Linda F. Benedict, Breitenbeck, Gary A.
Previous research with sugarcane production in Louisiana has shown that semi-banding 10 tons per acre of composted municipal waste under sugarcane rows or placing 40 tons per acre of the compost on top of cane in opened rows at planting can result in increased sugar yields. These studies also showed that adding compost along with the recommended rate of inorganic fertilizer produced larger sugar yields than when only inorganic fertilizer was used.
In 1991, LSU Agricultural Center scientists began a three year study to test the effects on sugar yields of incorporating high rates of compost into sugarcane rows before planting. Bedminster Bioconversion Corporation supplied the composted municipal waste. The study was done on a Baldwin silty clay soil at the Iberia Research Station near Jeanerette.
Compost rates (0, 20, 40, 60, 80 and 100 tons per acre, dry weight) were spread across rows from furrow to furrow and disked into the rows twice. The rows were then opened and planted in mid-October to Kleentek variety CP70-321 at three stalks and a lap of two joints.
The study used a randomized complete block design with three replications. Plots consisted of five 5-foot, 10-inch by 48- foot rows with 8-foot alleys at the ends of the plots, with a border row separating the plots. Fertilizer was applied to the inner off-bar of each row at the recommended rate of 120, 60, 80 and 24 pounds per acre, respectively, of N, P2O5, K2O and S in April of 1992; and at 160, 90, 120 and 24 pounds per acre, respectively, of N, P2O5, K2O and S in April of 1993 and 1994. The rows were “hipped up” to cover the fertilizer.
The three center rows of each plot were harvested each fall and weighed with a weigh rig. A 10-stalk sample was taken at harvest to determine average stalk weight and juice quality for each plot. The effect of composted municipal waste and inorganic fertilizer on sugar yields for three years is shown in Table 1.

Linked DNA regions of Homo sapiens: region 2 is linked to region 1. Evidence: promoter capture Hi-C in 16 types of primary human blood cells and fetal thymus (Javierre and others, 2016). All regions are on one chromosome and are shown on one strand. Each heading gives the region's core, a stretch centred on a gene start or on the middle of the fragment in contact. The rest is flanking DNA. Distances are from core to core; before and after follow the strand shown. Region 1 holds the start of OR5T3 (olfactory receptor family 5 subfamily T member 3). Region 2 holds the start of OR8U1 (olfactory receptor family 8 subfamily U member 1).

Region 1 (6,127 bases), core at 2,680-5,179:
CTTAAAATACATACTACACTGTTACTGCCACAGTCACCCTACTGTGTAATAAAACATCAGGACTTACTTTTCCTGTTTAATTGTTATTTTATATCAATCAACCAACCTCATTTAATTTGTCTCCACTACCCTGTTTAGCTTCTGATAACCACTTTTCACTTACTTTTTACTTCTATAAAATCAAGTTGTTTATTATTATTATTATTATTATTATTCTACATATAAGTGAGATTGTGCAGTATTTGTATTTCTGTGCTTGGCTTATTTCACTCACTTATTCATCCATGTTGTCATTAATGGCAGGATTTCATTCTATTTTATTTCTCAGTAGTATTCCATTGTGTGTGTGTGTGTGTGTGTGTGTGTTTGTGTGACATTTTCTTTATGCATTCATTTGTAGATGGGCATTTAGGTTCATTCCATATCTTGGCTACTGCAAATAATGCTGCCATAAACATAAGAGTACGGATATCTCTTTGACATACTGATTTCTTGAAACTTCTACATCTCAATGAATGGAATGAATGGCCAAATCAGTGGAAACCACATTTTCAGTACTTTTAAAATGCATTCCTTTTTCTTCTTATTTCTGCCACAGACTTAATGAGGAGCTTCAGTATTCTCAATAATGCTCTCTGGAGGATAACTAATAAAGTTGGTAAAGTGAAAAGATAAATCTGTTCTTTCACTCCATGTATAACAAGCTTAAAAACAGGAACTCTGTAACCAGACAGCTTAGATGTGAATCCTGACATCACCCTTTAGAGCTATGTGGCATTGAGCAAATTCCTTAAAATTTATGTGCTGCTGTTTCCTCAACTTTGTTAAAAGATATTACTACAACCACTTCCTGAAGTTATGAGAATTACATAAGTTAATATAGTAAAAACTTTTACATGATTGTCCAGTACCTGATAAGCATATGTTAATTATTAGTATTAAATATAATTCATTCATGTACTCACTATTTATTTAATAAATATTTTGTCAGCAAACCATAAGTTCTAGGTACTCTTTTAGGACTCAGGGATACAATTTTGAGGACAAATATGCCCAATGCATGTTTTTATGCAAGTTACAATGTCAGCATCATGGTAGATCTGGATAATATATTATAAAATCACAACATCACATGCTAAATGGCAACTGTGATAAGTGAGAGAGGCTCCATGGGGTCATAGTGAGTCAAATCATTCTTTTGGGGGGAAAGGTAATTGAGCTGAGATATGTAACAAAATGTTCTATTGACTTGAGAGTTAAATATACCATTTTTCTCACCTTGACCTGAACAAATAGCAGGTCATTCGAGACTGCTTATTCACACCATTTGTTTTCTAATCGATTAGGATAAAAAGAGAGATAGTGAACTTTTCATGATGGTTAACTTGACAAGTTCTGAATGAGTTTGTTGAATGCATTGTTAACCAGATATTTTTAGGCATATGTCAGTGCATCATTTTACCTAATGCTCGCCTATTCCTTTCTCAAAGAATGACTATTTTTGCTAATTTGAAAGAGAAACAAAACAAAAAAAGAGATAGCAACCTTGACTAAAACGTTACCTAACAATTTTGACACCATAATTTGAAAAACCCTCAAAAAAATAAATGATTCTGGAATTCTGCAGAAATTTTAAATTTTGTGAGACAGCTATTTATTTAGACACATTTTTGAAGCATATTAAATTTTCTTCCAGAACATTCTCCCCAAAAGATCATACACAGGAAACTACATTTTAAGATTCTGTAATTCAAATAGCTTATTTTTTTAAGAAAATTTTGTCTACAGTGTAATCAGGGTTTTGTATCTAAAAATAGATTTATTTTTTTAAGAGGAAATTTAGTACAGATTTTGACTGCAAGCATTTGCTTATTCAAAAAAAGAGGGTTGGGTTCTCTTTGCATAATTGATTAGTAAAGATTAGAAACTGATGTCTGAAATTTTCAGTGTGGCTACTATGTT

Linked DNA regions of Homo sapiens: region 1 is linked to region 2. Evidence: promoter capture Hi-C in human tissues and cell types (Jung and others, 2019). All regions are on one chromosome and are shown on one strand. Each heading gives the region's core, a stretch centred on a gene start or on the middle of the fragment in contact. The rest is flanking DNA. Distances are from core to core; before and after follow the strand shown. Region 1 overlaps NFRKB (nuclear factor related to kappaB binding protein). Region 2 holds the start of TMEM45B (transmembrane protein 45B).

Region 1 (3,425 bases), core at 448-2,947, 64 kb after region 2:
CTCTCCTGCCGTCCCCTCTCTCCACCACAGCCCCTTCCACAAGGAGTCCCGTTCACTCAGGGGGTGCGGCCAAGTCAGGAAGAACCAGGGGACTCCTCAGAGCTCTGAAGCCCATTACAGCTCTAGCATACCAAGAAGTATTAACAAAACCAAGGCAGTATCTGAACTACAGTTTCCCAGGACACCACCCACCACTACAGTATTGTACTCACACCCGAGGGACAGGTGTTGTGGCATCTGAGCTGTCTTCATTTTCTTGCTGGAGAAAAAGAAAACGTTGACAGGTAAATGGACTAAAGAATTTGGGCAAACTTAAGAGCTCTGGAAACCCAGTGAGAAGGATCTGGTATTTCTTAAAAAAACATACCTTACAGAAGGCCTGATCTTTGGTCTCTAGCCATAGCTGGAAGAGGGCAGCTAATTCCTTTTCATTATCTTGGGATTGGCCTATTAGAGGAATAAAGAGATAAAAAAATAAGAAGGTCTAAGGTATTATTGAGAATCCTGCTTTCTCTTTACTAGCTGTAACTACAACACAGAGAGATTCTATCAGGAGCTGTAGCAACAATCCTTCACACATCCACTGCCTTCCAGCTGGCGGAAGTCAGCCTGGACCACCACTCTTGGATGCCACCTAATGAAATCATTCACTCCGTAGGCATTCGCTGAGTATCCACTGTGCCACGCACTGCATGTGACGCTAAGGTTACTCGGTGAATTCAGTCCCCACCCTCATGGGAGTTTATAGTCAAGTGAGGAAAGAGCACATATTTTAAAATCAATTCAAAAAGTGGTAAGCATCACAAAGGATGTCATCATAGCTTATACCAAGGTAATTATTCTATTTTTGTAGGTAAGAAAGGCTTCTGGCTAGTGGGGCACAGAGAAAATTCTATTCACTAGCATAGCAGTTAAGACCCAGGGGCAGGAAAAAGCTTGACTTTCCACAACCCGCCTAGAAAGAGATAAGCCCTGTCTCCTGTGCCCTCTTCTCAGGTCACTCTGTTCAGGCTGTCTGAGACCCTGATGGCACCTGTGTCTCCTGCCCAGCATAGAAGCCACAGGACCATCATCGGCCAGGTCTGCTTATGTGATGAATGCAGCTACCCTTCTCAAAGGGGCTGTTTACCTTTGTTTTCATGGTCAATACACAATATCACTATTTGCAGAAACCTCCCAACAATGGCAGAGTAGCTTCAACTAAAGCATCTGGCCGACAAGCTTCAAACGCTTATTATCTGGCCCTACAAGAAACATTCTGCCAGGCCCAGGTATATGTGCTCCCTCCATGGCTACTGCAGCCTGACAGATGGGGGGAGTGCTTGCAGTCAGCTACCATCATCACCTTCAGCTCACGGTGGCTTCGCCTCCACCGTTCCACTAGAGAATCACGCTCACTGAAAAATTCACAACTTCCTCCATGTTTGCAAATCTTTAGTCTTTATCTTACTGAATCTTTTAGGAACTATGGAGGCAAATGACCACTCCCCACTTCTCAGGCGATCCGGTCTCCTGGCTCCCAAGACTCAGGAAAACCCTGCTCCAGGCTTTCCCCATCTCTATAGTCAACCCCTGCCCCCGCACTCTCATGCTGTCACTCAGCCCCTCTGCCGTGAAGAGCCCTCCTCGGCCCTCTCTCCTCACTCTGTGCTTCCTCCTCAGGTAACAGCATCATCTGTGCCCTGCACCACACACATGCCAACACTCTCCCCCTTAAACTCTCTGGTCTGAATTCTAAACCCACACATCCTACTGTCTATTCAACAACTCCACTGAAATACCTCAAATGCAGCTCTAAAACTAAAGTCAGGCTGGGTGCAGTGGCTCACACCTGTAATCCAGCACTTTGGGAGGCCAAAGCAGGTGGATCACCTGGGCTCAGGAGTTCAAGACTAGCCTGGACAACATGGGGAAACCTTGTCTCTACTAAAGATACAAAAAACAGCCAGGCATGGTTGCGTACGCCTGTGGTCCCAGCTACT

Results showed that incorporating large amounts of composted municipal waste into soil before planting can result in large increases in sugarcane yields when inorganic fertilizer is not used. Where the recommended rate of commercial fertilizer was used, however, compost application rates up to 100 tons per acre did not result in increased sugar yields. This indicates that incorporating composted municipal waste into soil may be a satisfactory way to dispose of it, but it would probably not be economical if sugarcane producers had to pay for the compost.
William B. Hallmark, Professor, and Lester Brown, Research Associate, both at the Iberia Research Station, Jeanerette, La.; Allan Wan, Research Associate, Gary A. Breitenbeck, Professor, and Sam Feagley, former Professor, all in the Department of Agronomy, LSU Agricultural Center, Baton Rouge, La.; and Gert Hawkins, Research Associate, Sugar Research Station, St. Gabriel, La.
Research was supported by the Louisiana Educational Quality Support Fund, Bedminster Bioconversion Corp., American Sugar Cane League, Iberia Parish Council, City of New Iberia, Iberia Sugar Cooperative, Cajun Sugar Cooperative, Jeanerette Sugar Co. and M.A. Patout and Sons.
(This article was published in the spring 1999 issue of Louisiana Agriculture.)